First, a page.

You Have Too Much Vitamin E If This Happens To You

Even those of us in tip-top health know how difficult it can be to monitor vitamin intake. According to Scientific American, the amount of vitamins found in raw food depends on several factors, such as variety, time of harvest, and growing conditions. It is also difficult to determine how many vitamins, such as vitamin E, your body will absorb from a particular food.

A study published in Nutrients in 2017 found that nearly 31% of Americans are at risk for a vitamin deficiency. This may be distressing news, as an inadequate intake of nutrients can have a negative effect on your health. Vitamin deficiencies are often discussed, but what about the opposite end of the spectrum? What happens when you have too much of a specific vitamin, such as vitamin E? Here's what to look out for if you suspect you may be getting excessive amounts of this nutrient on a regular basis.

Most people get enough vitamin E through a balanced diet

Vitamin E is a fat-soluble vitamin, which means it can build up to toxic amounts over time if you consume too much, according to Insider. "If you are taking a vitamin E supplement [and] you don't have a deficiency of vitamin E, high levels can build up in the body and cause toxicity," Bansari Acharya, a registered dietitian-nutritionist, told Insider. Common symptoms of toxic levels of vitamin E include headache, diarrhea, abdominal cramps, and fatigue. "If a high dose of vitamin E is taken consistently and routinely, you may quickly experience mild symptoms such as GI distress and headaches," said Acharya. She goes on to say that you may experience only one of these symptoms, or all of them at the same time.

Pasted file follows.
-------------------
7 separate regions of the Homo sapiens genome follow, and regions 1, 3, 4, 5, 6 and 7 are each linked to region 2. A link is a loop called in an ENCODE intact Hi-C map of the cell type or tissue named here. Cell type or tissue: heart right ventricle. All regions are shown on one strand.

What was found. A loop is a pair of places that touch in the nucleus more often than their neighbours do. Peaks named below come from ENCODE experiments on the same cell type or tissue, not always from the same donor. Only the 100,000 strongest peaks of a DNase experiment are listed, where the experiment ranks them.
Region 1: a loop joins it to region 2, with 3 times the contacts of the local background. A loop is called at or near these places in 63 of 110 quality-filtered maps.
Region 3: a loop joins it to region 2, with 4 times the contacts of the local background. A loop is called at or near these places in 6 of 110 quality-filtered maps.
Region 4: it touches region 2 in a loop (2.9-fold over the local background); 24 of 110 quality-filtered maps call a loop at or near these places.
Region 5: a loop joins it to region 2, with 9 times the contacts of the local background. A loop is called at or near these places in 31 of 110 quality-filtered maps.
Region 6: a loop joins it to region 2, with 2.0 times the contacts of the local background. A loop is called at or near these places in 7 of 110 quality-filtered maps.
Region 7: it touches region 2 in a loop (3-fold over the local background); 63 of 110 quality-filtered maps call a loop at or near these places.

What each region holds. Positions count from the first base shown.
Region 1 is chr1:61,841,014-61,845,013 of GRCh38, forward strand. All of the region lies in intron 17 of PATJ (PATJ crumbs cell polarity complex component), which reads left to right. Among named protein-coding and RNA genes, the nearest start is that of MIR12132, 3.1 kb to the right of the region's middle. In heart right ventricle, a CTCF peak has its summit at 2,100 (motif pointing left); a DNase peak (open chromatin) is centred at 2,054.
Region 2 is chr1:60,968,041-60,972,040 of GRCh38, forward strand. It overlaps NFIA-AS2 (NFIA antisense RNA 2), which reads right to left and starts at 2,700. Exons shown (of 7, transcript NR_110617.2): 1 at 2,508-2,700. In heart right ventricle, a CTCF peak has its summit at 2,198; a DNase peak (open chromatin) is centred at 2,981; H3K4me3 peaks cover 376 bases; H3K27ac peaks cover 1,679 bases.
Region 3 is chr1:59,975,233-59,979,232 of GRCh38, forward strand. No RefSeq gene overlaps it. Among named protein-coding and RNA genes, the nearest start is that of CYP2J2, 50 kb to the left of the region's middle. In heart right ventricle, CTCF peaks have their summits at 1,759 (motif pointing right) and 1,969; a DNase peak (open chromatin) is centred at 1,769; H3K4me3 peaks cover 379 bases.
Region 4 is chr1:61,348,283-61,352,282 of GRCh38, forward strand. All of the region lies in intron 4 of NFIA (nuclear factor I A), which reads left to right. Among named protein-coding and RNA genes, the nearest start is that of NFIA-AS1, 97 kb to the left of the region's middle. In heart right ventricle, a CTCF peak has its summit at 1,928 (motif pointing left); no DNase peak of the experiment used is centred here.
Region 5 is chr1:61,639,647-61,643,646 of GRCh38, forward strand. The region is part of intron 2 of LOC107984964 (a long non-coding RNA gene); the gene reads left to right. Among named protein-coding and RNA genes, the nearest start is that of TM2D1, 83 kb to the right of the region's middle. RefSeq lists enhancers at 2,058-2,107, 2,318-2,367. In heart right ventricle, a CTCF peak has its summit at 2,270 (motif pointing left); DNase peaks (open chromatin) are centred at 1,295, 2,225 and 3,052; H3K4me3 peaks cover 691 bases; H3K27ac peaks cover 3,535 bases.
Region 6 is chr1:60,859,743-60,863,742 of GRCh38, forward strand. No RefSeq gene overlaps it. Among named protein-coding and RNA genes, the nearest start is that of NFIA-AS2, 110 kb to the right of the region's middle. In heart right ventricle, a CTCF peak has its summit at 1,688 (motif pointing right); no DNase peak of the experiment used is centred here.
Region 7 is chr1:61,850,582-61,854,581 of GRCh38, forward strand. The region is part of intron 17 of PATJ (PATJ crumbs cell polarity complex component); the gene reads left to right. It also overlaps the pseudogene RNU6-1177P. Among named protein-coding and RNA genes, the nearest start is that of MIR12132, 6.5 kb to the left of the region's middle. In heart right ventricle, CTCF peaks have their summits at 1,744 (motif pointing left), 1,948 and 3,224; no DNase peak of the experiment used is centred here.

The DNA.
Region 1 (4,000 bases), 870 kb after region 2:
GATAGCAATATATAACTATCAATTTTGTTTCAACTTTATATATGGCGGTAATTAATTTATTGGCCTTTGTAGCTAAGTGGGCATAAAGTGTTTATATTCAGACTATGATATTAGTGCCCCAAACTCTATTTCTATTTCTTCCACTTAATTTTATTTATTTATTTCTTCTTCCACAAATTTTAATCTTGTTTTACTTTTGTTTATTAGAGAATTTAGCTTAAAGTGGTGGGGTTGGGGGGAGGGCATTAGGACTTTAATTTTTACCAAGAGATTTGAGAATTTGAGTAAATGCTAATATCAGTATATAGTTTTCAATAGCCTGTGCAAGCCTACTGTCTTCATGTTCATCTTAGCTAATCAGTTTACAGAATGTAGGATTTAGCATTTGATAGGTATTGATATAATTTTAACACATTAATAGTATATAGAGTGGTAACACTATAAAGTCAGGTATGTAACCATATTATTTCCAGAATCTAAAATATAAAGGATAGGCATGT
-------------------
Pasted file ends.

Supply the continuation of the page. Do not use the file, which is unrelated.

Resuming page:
According to the Mayo Clinic, the recommended amount of vitamin E is 15 milligrams a day for adults. This can differ if you have a specific condition requiring more, or if you are breastfeeding, for example. Foods that are high in vitamin E include olive oils, almonds and sunflower seeds, fortified cereals, and leafy greens. Most people get enough of this nutrient through a balanced diet and don't need a supplement. Unless told otherwise by your physician or a medical professional, you might want to avoid adding a vitamin E supplement to your diet.